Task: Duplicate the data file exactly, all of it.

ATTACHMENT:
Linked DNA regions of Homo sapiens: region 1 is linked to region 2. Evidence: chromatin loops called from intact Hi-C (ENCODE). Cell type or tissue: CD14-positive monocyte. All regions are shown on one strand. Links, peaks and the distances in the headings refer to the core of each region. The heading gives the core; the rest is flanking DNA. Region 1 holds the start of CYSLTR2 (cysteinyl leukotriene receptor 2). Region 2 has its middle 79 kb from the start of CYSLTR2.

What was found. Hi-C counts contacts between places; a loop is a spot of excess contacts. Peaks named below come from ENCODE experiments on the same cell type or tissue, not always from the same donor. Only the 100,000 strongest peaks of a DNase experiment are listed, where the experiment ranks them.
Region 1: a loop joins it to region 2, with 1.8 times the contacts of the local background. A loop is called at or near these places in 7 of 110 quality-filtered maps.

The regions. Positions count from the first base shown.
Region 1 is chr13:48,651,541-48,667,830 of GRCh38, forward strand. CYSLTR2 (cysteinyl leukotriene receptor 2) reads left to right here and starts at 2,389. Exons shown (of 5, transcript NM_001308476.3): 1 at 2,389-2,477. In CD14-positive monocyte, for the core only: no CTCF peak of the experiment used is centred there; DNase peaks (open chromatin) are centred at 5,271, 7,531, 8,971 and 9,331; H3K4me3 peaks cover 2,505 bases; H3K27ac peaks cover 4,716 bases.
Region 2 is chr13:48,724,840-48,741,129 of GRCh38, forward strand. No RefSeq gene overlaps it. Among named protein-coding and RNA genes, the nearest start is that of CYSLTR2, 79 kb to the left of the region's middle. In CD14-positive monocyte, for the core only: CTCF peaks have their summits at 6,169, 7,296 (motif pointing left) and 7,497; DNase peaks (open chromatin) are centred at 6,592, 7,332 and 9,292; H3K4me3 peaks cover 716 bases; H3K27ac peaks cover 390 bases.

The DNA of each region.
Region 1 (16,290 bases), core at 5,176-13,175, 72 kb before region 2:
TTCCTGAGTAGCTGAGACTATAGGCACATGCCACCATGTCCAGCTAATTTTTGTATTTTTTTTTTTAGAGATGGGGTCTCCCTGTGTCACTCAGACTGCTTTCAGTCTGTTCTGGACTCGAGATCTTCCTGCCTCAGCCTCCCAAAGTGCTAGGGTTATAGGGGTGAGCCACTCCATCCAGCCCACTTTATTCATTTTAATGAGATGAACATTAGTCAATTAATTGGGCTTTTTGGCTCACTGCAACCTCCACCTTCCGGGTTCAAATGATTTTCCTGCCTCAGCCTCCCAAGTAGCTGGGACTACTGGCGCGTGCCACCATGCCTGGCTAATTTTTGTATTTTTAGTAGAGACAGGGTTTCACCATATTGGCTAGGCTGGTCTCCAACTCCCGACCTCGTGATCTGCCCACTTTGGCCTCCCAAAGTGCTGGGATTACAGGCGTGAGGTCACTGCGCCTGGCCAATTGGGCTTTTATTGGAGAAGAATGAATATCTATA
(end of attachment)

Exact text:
Linked DNA regions of Homo sapiens: region 1 is linked to region 2. Evidence: chromatin loops called from intact Hi-C (ENCODE). Cell type or tissue: CD14-positive monocyte. All regions are shown on one strand. Links, peaks and the distances in the headings refer to the core of each region. The heading gives the core; the rest is flanking DNA. Region 1 holds the start of CYSLTR2 (cysteinyl leukotriene receptor 2). Region 2 has its middle 79 kb from the start of CYSLTR2.

What was found. Hi-C counts contacts between places; a loop is a spot of excess contacts. Peaks named below come from ENCODE experiments on the same cell type or tissue, not always from the same donor. Only the 100,000 strongest peaks of a DNase experiment are listed, where the experiment ranks them.
Region 1: a loop joins it to region 2, with 1.8 times the contacts of the local background. A loop is called at or near these places in 7 of 110 quality-filtered maps.

The regions. Positions count from the first base shown.
Region 1 is chr13:48,651,541-48,667,830 of GRCh38, forward strand. CYSLTR2 (cysteinyl leukotriene receptor 2) reads left to right here and starts at 2,389. Exons shown (of 5, transcript NM_001308476.3): 1 at 2,389-2,477. In CD14-positive monocyte, for the core only: no CTCF peak of the experiment used is centred there; DNase peaks (open chromatin) are centred at 5,271, 7,531, 8,971 and 9,331; H3K4me3 peaks cover 2,505 bases; H3K27ac peaks cover 4,716 bases.
Region 2 is chr13:48,724,840-48,741,129 of GRCh38, forward strand. No RefSeq gene overlaps it. Among named protein-coding and RNA genes, the nearest start is that of CYSLTR2, 79 kb to the left of the region's middle. In CD14-positive monocyte, for the core only: CTCF peaks have their summits at 6,169, 7,296 (motif pointing left) and 7,497; DNase peaks (open chromatin) are centred at 6,592, 7,332 and 9,292; H3K4me3 peaks cover 716 bases; H3K27ac peaks cover 390 bases.

The DNA of each region.
Region 1 (16,290 bases), core at 5,176-13,175, 72 kb before region 2:
TTCCTGAGTAGCTGAGACTATAGGCACATGCCACCATGTCCAGCTAATTTTTGTATTTTTTTTTTTAGAGATGGGGTCTCCCTGTGTCACTCAGACTGCTTTCAGTCTGTTCTGGACTCGAGATCTTCCTGCCTCAGCCTCCCAAAGTGCTAGGGTTATAGGGGTGAGCCACTCCATCCAGCCCACTTTATTCATTTTAATGAGATGAACATTAGTCAATTAATTGGGCTTTTTGGCTCACTGCAACCTCCACCTTCCGGGTTCAAATGATTTTCCTGCCTCAGCCTCCCAAGTAGCTGGGACTACTGGCGCGTGCCACCATGCCTGGCTAATTTTTGTATTTTTAGTAGAGACAGGGTTTCACCATATTGGCTAGGCTGGTCTCCAACTCCCGACCTCGTGATCTGCCCACTTTGGCCTCCCAAAGTGCTGGGATTACAGGCGTGAGGTCACTGCGCCTGGCCAATTGGGCTTTTATTGGAGAAGAATGAATATCTATA